5) I know you are a very talented photographer along with being a writer, director and more, if you had to choose only one of these to continue what would you choose?
That’s very kind of you! I suspect I’ll always write. But all of them- writing, directing, acting even documentary photography- it’s all storytelling really.
6) How did you come by the idea to write a play about Alexander McQueen?
I was initially asked by a commercial producer but it took me a long while to say yes. But I fell in love with his talent, and his ravishing fashion shows. McQueen’s work is made with the love that kisses with teeth, and I think that’s a profound lesson for anyone who makes stuff for a living. And then I suddenly saw a way not to write an obvious a,b,c,d bio-play but to write a type of fairy story. And there it was. “McQueen” is really a “City Story” actually: set in magical London, full of music, concerned with love and how we survive the night.
7) What shows have you enjoyed watching recently outside of the one’s you are involved with?
I’ve been so horribly busy I haven’t seen enough work recently, which is a shame. Loved “Bad Jews” at St James, and “Accolade” with Jay Villiers and Alexander Hanson- who are in my gang. “Testament of Mary” was sensationally good, and I totally loved that horror movie “It Follows”. Just been catching up on Tracy-Ann Oberman’s radio plays (she’s Isabella Blow in “McQueen”) too.
8) When it comes to casting have you always got a vision for who would be right for a particular role? For instance the casting for Alexander McQueen from a visual aspect seems inspired did you know who you’d like from inception?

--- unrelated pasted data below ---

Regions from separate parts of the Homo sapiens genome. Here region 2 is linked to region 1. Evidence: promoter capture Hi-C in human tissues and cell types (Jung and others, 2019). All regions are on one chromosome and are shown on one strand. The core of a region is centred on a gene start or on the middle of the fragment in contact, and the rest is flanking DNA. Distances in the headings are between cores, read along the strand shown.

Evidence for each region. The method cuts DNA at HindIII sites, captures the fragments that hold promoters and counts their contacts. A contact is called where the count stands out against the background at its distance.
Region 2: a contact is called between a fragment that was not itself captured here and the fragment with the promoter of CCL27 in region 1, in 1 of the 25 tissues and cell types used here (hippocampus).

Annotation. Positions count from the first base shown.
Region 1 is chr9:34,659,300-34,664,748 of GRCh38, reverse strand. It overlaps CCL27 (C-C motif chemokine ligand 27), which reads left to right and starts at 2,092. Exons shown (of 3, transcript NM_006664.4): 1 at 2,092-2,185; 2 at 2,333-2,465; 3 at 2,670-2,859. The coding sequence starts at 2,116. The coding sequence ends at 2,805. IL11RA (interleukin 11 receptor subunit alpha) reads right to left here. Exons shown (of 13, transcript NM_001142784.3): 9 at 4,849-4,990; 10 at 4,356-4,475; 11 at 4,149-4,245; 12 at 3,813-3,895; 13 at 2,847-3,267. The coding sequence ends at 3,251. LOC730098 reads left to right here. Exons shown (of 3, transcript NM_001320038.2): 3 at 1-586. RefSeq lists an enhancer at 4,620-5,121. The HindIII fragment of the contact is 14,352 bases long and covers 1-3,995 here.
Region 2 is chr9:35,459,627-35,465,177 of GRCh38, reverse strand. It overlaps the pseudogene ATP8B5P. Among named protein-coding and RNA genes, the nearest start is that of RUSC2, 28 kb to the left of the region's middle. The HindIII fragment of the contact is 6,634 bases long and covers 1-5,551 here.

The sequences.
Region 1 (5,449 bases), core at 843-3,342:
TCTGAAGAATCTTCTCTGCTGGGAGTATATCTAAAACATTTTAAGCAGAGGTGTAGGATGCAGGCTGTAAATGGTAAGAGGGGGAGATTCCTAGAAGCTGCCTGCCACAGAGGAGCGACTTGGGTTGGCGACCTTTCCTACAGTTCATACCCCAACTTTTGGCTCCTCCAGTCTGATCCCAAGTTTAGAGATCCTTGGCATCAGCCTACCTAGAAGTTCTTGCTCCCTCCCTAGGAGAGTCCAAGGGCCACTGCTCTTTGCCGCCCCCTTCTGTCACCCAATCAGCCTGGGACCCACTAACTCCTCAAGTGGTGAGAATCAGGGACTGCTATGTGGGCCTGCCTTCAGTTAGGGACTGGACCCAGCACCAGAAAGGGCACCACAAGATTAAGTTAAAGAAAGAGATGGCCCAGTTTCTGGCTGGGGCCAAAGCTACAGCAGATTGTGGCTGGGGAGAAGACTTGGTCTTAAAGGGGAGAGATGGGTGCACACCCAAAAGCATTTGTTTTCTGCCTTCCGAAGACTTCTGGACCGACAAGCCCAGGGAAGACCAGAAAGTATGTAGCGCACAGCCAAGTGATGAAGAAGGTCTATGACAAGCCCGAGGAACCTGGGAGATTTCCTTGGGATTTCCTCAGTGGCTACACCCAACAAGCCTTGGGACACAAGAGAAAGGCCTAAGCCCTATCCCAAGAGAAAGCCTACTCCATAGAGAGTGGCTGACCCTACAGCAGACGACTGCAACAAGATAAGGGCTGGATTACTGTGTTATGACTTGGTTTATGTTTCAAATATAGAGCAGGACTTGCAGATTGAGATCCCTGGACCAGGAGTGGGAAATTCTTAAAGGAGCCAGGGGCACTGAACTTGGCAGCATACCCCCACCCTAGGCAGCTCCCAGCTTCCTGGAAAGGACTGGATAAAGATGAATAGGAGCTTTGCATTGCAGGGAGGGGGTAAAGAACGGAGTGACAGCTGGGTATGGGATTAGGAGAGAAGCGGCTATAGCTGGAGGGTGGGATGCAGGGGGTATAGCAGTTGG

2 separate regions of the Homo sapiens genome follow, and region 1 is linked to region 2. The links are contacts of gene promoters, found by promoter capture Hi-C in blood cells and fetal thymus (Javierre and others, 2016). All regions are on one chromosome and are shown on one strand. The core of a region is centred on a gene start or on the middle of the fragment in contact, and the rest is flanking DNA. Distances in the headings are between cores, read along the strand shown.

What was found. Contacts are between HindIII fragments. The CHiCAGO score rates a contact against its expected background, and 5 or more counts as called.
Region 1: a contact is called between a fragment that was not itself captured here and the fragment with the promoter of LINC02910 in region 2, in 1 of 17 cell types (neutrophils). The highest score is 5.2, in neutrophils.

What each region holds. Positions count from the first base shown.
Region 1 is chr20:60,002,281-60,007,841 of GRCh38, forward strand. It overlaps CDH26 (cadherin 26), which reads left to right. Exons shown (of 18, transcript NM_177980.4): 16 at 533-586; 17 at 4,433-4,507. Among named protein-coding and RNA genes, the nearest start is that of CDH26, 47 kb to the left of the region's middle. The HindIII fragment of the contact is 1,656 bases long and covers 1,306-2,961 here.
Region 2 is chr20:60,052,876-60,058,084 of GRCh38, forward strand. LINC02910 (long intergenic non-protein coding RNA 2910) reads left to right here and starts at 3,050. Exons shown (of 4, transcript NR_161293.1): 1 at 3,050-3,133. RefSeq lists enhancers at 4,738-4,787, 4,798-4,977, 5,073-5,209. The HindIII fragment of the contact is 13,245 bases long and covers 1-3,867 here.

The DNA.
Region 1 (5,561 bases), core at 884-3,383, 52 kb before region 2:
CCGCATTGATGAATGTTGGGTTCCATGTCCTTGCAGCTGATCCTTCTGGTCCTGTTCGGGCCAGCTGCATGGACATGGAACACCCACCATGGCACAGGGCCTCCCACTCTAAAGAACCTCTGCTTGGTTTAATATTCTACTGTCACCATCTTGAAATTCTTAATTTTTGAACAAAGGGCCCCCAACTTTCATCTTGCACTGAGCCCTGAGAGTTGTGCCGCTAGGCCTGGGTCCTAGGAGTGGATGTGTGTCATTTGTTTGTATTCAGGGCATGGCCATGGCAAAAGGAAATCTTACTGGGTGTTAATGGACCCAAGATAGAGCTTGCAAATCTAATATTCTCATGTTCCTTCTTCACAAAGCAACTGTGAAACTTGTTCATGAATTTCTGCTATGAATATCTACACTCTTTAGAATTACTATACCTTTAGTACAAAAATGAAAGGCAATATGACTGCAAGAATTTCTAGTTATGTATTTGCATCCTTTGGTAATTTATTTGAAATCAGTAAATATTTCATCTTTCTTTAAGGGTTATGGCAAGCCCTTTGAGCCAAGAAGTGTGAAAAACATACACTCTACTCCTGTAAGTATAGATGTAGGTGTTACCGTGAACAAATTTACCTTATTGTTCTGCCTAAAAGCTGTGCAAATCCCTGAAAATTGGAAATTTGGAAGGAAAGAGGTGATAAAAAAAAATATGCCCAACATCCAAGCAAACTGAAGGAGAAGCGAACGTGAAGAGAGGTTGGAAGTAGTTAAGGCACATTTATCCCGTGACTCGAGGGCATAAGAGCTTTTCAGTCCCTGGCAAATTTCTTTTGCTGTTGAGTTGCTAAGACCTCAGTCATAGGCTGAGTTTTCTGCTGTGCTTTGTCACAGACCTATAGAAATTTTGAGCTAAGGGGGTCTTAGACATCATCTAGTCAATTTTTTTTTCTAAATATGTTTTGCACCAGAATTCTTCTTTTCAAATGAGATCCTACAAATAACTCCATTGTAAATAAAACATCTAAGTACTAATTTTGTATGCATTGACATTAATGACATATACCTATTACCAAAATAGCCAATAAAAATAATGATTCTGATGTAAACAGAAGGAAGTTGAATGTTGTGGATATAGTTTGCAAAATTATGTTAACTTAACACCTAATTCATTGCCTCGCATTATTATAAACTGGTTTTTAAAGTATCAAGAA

It totally depends on the show. Some “City Stories” are written with certain people in mind. So I always knew Scott Handy would be originating the central character in “Occupy”. With “McQueen” we knew we needed a sensational actor able to carry this vast show. And we knew we wanted to find someone who came from a similar background to Alexander McQueen, to root the part and the play. So Stephen Wight, who does also bear an astonishing resemblance to Lee, was perfect. And he’s just mesmerising in the role.
9) Is there a particular actor/actress that you would love to work with but haven’t yet had the opportunity?
There’s so many I couldn’t pick one out! We have an extraordinary resource in this country: the best actors in the world. But also you’re always looking out for the chance to work again with brilliant people you’ve already made stuff with. Samantha Bond and Will Keen who were in “The Rubenstein Kiss”, Rosamund Pike who I worked with a lot as a student, Helen McCrory and Indira Varma who I worked with on a show at the Almeida. We have such talent in this country.
10) What’s your future plans?
Well I’m straight up to Sheffield after City Stories to go into rehearsal for “Camelot: The Shining City” with the Crucible and Slung Low. More “City Stories” are going to be written to finish the sequence and we’re planning to take that to New York. There’s a couple of other plays being spoken about. And there’s a film I’d like to make.
11) Who would you consider to be the most positive influence in the world today and why?
Difficult question! Of people I have actually met I’d say last year I was hugely impressed by Dr Usama Hasan and Maajid Nawaz’s Quilliam Foundation, who helped me whilst I was writing “The White Whale”, which we did last year in Leeds. They’re a brave group working to counter extremism. I suspect they’ll help find a way to change the world for the better.
12) If you could have a super power what would it be?
I’d like to be able to step through time.